It is fascinating to gain some insights from the artist about her raison d'être for (re)recording “FWIW.”
Like most songs she records, the song sounds different from the way we hear the original, released way back in 1966. Back then, Vietnam War and civil rights protests were ongoing, and the U.S. had already witnessed the shocking assassination of its President, John F. Kennedy. There would be more to come. Unlike Neil Young's “Ohio” or even Barry McGuire's “Eve of Destruction,” Stills' protest song was gauzier than in other protest songs. The references to the world around him are intentionally vague, perhaps one of the reasons why the song has held up so well. People hear what the want to hear:
“There something happening here but what is is ain't exactly clear…”
In other words, see it for yourself. Make your own judgements especially as people become set in their ways and their dogmas:
“There's battle lines being drawn, nobody's right if everybody's wrong…”
So, “what's going down?”
Stevie's quest to reimagine Stephen Stills' lyrics and soul through “the eyes of a woman” is part of what makes this project compelling. It is also a reminder that musicians have been noticeably absent from the conversation these past few years – out of fear of losing fans or perhaps having little to say. In this bipolar, heated political environment, it is easier to write songs about partying and romance.
Here's the interesting part of Stevie's play with this timeless classic.
There's no video accompanying her haunting cover of “FWIW.” Now, I certainly don't know the plan. The song could simply be another piece of the concert playlist for her new tour. Or maybe the idea is to make it bigger than that. For all I know, the video drops this week.
But until then, we're left to think about Stevie's interpretation of this classic with just audio, perhaps as it should be:
“Stop, hey what's that sound?”
As we know, criticisms of the MTV Era reminded us that once we saw a song's video, those visuals became the main way we “saw the song.” That's certainly the case for tunes like “Sledgehammer,” “Beat It,” and “Old Time Rock n' Roll.” Once you see the dynamic videos produced for songs like these, it's hard to “unsee” them every time you hear the song.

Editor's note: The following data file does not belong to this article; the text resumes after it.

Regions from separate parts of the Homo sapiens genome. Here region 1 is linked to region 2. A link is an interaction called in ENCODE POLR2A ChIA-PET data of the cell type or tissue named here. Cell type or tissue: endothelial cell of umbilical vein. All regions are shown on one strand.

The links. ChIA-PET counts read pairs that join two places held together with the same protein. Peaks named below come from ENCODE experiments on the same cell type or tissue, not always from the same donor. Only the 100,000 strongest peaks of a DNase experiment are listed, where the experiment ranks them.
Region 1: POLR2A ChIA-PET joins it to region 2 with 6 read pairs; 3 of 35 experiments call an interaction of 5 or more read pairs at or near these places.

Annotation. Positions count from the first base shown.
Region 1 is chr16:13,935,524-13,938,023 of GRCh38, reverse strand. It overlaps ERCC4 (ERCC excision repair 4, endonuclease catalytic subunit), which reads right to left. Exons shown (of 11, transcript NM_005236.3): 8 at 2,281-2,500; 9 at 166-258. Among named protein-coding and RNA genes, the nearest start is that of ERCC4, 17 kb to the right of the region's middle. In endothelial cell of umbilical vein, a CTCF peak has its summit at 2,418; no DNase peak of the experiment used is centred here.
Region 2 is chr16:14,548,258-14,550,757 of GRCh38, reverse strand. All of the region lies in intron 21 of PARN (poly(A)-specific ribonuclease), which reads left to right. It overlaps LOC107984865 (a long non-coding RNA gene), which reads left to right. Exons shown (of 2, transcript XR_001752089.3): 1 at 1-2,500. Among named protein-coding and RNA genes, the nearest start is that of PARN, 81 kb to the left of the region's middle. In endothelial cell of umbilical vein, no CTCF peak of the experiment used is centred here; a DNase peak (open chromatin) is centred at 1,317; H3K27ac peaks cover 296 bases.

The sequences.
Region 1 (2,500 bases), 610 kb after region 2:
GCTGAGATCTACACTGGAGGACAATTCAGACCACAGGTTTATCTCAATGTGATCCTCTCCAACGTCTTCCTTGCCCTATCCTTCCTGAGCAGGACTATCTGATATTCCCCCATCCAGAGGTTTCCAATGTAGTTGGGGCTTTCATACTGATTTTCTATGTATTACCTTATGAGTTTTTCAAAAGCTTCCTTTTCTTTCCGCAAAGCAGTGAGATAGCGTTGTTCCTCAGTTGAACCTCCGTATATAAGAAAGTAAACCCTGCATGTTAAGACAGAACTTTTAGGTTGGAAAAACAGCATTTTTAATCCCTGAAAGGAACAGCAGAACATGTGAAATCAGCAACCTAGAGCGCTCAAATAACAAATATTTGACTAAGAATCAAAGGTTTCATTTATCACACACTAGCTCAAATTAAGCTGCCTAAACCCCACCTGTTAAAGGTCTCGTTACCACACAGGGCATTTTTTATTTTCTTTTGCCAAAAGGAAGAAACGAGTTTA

The lack of a artwork, graphics, photos, or old footage to support Stevie's cover of “FWIW” means the interpretation is up to us, each of us seeing the song through our own lens rather than through a music video.
If she ends up releasing a video, those images may make her intentions clearer, but they may also stir up yet another exhausting debate fueled by vitriol coming from zealots from both sides of the spectrum.
”Singing songs and they're carrying signs, mostly sayin' ‘hooray for our side.'”
Frankly, I'm happy there's no video. And my hope is that Stevie keeps the graphics nebulous when she performs “FWIW” in concert. But that's me.
Here's Stevie Nicks' cover of “For What It's Worth,” a song that simply doesn't age. The “video” is labeled as the “official audio.”
What should radio programmers do with it?
If you're a Classic Rock station with any degree of soul, you play it. In rotation.
And don't laugh – I know there isn't a current rotation at most classic-formatted stations. So on my station, I play it once a daypart. I let my staff and listeners talk about it on the morning show and on social. I post it on the website and let visitors vote. How does it compare to the original? What was Stevie thinking? Why this song?
In other words, it's a “classic current,” if you excuse the oxymoron. And every format needs currents, even if we're talking about gold-based radio. This is a beloved core artist sending a message about how she sees the world. We should give her – and the audience – a chance to be heard.
I know too well the “perils of politics.” And I'm not trying to drag you into that morass.
But when something comes along like this, it's a moment – albeit a brief one – that stations can find a way to lean into.
A number of Alternative stations walked away from the Kate Bush retro hit, thanks to its appearance in “Stranger Things,” allowing Top 40 or AC stations in some markets to own it. “It didn't fit the format,” some programmers explained.
But it did fit the zeitgeist of the moment, hitching an easy ride on one of Netflix's biggest hits. It is about being in the moment.
So you could give Stevie Nicks' cover of “For What It's Worth,” a few spins and see if anything happens.
Or you could play “Edge of Seventeen” for the 400,000th time.
P.S. I was watching the Sunday Night NFL game last night, and caught the tail end of a promo for next week's game, pitting the Tampa Bay Bucs and the Kansas City Chiefs. Better put, a battle between the old guard – Tom Brady – and his heir apparent, Patrick Mahomes.
The promo was brilliant – Beck doing his cover of Neil Young's “Old Man.” Beck has long admired Young, and this tribute pays homage to the artist and one of his best songs ever.
So, ALT PDs, look like you've got some decisions to make, too. Enjoy.